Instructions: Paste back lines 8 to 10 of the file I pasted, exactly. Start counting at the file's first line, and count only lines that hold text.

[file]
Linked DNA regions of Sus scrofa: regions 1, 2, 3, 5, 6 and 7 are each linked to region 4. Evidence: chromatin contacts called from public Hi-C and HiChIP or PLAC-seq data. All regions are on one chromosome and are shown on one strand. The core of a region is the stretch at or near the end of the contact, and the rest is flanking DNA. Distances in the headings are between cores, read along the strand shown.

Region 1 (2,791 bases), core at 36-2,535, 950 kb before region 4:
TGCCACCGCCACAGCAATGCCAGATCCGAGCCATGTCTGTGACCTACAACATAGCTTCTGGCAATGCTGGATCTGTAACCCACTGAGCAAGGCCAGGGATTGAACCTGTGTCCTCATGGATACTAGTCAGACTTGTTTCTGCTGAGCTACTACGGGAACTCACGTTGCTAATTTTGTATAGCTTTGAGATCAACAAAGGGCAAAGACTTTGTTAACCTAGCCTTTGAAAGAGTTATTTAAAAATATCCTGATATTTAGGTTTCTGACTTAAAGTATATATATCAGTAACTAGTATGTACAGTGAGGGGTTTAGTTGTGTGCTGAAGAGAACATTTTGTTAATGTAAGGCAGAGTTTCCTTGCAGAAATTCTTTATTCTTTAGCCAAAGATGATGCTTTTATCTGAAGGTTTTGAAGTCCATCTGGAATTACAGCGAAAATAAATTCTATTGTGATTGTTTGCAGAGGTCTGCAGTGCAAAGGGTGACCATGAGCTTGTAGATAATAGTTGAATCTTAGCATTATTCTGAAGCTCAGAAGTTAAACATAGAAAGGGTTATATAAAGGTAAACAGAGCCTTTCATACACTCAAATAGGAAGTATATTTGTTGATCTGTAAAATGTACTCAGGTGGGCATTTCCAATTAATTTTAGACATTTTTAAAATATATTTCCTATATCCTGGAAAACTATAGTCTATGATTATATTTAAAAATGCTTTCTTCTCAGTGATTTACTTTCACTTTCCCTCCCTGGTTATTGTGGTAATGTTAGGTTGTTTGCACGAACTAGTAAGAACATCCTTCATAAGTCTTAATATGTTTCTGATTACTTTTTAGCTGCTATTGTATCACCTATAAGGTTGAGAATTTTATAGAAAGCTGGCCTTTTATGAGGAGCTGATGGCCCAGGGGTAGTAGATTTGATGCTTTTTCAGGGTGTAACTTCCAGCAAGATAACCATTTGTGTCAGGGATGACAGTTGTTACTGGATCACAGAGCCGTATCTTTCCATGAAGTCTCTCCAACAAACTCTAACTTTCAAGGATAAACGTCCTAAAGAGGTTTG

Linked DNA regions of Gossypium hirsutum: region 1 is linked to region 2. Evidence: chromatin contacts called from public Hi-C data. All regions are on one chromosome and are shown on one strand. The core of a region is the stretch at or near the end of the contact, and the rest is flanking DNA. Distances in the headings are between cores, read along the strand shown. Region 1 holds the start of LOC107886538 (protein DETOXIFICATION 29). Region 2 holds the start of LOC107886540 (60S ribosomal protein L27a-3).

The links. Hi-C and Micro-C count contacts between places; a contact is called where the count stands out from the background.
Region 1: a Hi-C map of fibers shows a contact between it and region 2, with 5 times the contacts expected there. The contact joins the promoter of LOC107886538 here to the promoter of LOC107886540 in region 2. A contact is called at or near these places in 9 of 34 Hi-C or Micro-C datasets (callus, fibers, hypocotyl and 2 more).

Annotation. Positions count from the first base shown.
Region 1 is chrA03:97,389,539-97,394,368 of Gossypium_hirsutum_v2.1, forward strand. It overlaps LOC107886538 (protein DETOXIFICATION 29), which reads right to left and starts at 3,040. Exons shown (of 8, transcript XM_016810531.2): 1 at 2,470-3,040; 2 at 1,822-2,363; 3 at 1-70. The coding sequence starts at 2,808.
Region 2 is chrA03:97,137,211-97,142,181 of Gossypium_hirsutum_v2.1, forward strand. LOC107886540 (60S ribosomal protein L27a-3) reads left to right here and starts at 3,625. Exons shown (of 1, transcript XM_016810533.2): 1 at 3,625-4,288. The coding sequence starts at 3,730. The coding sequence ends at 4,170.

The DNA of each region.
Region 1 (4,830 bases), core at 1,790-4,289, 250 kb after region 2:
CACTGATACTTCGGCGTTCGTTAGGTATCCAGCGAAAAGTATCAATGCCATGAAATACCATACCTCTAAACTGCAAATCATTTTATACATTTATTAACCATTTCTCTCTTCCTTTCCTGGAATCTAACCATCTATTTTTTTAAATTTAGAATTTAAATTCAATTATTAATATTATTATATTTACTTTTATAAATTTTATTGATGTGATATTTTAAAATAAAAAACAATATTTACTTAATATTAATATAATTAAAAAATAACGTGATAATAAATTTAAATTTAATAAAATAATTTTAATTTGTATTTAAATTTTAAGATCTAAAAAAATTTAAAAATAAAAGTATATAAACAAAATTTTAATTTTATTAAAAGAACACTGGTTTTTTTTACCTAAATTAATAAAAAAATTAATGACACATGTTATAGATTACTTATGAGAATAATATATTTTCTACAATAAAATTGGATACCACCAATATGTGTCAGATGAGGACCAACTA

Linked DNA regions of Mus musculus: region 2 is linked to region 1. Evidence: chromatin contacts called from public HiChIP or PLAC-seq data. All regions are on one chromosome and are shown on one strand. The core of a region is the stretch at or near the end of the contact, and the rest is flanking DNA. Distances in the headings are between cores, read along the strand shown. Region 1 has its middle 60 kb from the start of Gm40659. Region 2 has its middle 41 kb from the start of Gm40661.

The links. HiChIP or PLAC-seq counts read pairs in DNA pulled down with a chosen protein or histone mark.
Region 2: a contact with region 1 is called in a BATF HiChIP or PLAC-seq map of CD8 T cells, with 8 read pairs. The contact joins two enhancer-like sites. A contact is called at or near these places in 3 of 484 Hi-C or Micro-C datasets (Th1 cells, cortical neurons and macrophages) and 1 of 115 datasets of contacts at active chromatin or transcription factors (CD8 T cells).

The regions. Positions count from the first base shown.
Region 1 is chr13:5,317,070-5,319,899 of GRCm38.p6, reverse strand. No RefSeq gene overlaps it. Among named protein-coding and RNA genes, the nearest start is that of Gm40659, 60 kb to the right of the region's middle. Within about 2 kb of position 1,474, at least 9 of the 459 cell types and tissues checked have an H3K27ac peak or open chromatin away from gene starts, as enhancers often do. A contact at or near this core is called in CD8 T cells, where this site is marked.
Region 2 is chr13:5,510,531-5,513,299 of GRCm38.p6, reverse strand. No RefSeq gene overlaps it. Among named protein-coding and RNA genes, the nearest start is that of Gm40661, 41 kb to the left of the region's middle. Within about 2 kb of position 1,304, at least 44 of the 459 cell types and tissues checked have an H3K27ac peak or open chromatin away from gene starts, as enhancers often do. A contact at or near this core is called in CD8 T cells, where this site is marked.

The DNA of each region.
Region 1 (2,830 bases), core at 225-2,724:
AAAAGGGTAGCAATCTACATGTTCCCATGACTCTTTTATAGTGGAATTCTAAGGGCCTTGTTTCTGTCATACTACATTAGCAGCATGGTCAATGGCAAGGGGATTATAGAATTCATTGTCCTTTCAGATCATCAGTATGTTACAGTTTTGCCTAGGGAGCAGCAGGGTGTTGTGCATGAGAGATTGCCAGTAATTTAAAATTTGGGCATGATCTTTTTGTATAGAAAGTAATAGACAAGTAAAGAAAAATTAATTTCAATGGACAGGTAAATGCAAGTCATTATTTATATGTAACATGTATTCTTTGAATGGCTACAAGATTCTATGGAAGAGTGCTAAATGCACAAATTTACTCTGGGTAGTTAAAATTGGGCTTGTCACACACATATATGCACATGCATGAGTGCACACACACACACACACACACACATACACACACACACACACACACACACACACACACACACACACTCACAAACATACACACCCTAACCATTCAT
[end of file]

Region 1 is chrA03:97,389,539-97,394,368 of Gossypium_hirsutum_v2.1, forward strand. It overlaps LOC107886538 (protein DETOXIFICATION 29), which reads right to left and starts at 3,040. Exons shown (of 8, transcript XM_016810531.2): 1 at 2,470-3,040; 2 at 1,822-2,363; 3 at 1-70. The coding sequence starts at 2,808.
Region 2 is chrA03:97,137,211-97,142,181 of Gossypium_hirsutum_v2.1, forward strand. LOC107886540 (60S ribosomal protein L27a-3) reads left to right here and starts at 3,625. Exons shown (of 1, transcript XM_016810533.2): 1 at 3,625-4,288. The coding sequence starts at 3,730. The coding sequence ends at 4,170.

The DNA of each region.